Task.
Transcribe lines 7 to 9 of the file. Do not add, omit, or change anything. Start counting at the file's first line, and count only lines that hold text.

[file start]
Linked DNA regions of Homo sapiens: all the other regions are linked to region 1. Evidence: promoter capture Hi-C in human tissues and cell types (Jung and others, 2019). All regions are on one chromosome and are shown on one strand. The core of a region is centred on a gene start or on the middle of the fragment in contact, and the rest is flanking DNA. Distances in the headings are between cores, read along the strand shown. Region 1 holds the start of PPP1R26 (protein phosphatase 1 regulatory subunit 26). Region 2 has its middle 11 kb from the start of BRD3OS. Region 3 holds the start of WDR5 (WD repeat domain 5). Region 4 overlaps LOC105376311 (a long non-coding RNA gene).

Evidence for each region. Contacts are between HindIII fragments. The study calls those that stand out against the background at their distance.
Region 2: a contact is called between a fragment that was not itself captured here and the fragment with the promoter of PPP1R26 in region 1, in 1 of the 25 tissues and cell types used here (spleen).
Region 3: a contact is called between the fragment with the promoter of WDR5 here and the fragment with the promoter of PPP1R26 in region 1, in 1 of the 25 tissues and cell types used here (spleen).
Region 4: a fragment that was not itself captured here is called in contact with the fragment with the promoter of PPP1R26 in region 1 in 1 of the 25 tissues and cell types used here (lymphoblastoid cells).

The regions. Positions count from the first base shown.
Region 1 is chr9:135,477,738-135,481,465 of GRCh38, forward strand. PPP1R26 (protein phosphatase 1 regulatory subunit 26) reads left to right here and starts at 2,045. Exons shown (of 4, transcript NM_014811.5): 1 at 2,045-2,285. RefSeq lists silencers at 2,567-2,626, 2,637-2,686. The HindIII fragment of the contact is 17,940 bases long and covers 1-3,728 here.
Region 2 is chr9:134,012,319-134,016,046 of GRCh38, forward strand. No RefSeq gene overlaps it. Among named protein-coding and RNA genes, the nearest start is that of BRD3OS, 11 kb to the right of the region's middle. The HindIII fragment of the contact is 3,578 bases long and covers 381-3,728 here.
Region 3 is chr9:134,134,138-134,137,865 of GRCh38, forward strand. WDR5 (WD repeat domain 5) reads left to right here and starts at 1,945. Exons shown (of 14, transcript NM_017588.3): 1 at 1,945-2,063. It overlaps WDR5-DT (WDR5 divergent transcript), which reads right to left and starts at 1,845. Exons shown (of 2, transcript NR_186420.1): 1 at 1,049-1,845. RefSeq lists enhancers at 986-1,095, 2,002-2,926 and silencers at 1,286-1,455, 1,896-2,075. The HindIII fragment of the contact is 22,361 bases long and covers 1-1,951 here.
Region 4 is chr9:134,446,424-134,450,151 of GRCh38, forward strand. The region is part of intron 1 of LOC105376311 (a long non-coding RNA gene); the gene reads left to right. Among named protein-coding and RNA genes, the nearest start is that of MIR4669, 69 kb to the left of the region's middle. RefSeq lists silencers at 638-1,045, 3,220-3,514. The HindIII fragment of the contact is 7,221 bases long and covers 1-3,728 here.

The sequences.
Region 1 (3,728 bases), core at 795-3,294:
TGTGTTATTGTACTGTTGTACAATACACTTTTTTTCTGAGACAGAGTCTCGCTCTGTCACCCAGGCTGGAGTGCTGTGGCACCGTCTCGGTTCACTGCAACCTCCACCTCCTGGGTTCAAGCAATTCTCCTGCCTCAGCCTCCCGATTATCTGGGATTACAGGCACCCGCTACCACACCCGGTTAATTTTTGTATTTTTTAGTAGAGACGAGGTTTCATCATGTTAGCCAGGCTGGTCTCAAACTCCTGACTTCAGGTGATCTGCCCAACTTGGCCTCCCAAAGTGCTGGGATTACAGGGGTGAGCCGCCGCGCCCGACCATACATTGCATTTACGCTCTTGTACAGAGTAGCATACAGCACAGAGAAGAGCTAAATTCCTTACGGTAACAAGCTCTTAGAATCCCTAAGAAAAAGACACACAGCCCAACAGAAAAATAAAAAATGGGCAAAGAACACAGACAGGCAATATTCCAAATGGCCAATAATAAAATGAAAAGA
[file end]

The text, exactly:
Region 1 is chr9:135,477,738-135,481,465 of GRCh38, forward strand. PPP1R26 (protein phosphatase 1 regulatory subunit 26) reads left to right here and starts at 2,045. Exons shown (of 4, transcript NM_014811.5): 1 at 2,045-2,285. RefSeq lists silencers at 2,567-2,626, 2,637-2,686. The HindIII fragment of the contact is 17,940 bases long and covers 1-3,728 here.
Region 2 is chr9:134,012,319-134,016,046 of GRCh38, forward strand. No RefSeq gene overlaps it. Among named protein-coding and RNA genes, the nearest start is that of BRD3OS, 11 kb to the right of the region's middle. The HindIII fragment of the contact is 3,578 bases long and covers 381-3,728 here.
Region 3 is chr9:134,134,138-134,137,865 of GRCh38, forward strand. WDR5 (WD repeat domain 5) reads left to right here and starts at 1,945. Exons shown (of 14, transcript NM_017588.3): 1 at 1,945-2,063. It overlaps WDR5-DT (WDR5 divergent transcript), which reads right to left and starts at 1,845. Exons shown (of 2, transcript NR_186420.1): 1 at 1,049-1,845. RefSeq lists enhancers at 986-1,095, 2,002-2,926 and silencers at 1,286-1,455, 1,896-2,075. The HindIII fragment of the contact is 22,361 bases long and covers 1-1,951 here.